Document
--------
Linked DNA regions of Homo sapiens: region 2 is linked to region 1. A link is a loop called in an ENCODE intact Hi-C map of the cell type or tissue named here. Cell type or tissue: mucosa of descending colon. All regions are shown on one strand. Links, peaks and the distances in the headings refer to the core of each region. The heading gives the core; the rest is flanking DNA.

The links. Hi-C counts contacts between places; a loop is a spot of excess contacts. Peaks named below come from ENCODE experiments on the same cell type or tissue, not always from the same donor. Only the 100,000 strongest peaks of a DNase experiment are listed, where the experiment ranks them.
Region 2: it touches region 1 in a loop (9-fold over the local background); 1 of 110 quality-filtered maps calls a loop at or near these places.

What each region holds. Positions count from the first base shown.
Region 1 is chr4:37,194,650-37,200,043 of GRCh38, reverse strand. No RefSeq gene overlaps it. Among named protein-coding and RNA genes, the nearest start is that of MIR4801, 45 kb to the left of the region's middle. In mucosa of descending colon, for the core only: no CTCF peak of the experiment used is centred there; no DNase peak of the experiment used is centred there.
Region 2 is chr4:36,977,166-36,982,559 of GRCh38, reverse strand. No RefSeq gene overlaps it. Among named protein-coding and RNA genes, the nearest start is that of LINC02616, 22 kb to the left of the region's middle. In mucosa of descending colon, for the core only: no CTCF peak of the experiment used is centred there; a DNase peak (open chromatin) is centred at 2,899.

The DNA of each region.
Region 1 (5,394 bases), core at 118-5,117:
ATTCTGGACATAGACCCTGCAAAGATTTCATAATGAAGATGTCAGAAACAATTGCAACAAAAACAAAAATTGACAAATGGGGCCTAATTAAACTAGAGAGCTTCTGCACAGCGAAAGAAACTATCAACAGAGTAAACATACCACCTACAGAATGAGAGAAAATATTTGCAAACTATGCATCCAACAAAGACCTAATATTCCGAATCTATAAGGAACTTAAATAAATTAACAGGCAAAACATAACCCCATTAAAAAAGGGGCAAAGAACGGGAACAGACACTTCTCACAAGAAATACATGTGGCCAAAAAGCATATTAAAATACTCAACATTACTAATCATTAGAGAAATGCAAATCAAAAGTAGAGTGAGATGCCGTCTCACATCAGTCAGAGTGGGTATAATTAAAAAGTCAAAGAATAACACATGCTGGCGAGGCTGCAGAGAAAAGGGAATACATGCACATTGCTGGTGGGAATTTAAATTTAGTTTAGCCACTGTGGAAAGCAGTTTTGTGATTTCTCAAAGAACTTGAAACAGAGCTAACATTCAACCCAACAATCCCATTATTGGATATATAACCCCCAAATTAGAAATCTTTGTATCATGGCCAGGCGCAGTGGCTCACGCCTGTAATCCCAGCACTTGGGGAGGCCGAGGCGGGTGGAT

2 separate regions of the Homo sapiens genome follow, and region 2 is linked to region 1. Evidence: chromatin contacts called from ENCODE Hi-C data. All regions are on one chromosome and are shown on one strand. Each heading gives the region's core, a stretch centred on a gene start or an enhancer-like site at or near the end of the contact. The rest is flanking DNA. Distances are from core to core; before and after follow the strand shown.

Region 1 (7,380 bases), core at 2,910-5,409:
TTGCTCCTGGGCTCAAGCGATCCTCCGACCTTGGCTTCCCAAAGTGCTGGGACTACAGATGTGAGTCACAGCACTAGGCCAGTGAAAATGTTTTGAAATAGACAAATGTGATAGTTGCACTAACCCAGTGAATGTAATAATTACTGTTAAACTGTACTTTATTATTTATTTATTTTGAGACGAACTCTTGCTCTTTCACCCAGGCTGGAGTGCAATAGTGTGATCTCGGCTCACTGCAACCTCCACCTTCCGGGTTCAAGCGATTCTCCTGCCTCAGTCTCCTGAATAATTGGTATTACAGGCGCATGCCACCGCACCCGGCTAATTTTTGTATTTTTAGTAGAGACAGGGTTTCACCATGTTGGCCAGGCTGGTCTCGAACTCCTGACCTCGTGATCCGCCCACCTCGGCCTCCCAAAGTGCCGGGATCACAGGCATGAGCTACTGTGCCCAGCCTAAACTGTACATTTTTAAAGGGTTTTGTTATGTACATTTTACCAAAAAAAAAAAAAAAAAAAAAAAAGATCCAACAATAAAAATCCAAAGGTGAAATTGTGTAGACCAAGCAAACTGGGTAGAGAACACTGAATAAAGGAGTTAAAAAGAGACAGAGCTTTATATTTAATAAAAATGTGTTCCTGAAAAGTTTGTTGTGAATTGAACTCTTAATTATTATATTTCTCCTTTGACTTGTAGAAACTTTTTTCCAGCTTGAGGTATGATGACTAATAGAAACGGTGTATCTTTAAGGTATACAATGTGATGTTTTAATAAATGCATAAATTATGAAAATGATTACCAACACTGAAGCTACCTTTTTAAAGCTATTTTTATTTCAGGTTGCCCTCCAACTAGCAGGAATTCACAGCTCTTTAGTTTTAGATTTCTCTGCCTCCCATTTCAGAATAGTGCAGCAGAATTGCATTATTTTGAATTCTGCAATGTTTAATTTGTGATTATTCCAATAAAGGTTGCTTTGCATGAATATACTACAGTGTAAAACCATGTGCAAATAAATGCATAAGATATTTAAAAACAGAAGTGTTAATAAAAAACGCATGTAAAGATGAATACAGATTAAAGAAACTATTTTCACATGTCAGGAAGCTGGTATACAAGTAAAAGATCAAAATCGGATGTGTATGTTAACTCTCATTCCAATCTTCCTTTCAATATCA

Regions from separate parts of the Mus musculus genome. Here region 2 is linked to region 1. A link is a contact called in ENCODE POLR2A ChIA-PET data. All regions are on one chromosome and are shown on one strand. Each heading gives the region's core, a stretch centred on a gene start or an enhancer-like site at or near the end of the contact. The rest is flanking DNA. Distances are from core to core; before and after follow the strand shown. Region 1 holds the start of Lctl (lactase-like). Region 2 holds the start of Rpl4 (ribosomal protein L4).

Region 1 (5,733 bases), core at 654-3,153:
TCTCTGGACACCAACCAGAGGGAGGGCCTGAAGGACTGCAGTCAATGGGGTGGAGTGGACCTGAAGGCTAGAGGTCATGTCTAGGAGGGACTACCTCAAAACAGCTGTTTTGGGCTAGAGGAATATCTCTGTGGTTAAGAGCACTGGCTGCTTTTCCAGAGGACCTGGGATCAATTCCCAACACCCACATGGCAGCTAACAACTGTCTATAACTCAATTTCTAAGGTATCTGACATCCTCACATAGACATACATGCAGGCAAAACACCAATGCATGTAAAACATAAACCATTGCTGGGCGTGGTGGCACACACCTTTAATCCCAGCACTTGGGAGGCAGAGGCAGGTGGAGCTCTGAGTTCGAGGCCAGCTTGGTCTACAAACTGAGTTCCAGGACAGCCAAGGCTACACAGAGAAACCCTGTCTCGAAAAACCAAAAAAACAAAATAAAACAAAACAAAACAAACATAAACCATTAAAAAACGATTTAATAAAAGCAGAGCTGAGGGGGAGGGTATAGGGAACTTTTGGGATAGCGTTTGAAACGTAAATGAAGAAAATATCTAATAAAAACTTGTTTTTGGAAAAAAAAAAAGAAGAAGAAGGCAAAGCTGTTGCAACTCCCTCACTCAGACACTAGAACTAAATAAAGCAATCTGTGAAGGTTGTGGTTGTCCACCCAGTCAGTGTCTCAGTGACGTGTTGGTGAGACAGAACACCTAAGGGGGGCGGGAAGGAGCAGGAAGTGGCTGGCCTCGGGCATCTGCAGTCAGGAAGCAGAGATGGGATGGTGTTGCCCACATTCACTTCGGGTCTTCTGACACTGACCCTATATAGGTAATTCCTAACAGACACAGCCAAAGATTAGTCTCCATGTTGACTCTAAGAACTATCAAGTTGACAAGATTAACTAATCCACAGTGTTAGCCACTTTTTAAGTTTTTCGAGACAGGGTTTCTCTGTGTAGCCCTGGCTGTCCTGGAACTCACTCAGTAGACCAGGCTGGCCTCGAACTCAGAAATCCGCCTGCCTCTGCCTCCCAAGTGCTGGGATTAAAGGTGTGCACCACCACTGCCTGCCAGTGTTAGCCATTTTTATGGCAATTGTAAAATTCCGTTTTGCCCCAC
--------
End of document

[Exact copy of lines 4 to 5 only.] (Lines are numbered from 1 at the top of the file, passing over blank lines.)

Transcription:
What each region holds. Positions count from the first base shown.
Region 1 is chr4:37,194,650-37,200,043 of GRCh38, reverse strand. No RefSeq gene overlaps it. Among named protein-coding and RNA genes, the nearest start is that of MIR4801, 45 kb to the left of the region's middle. In mucosa of descending colon, for the core only: no CTCF peak of the experiment used is centred there; no DNase peak of the experiment used is centred there.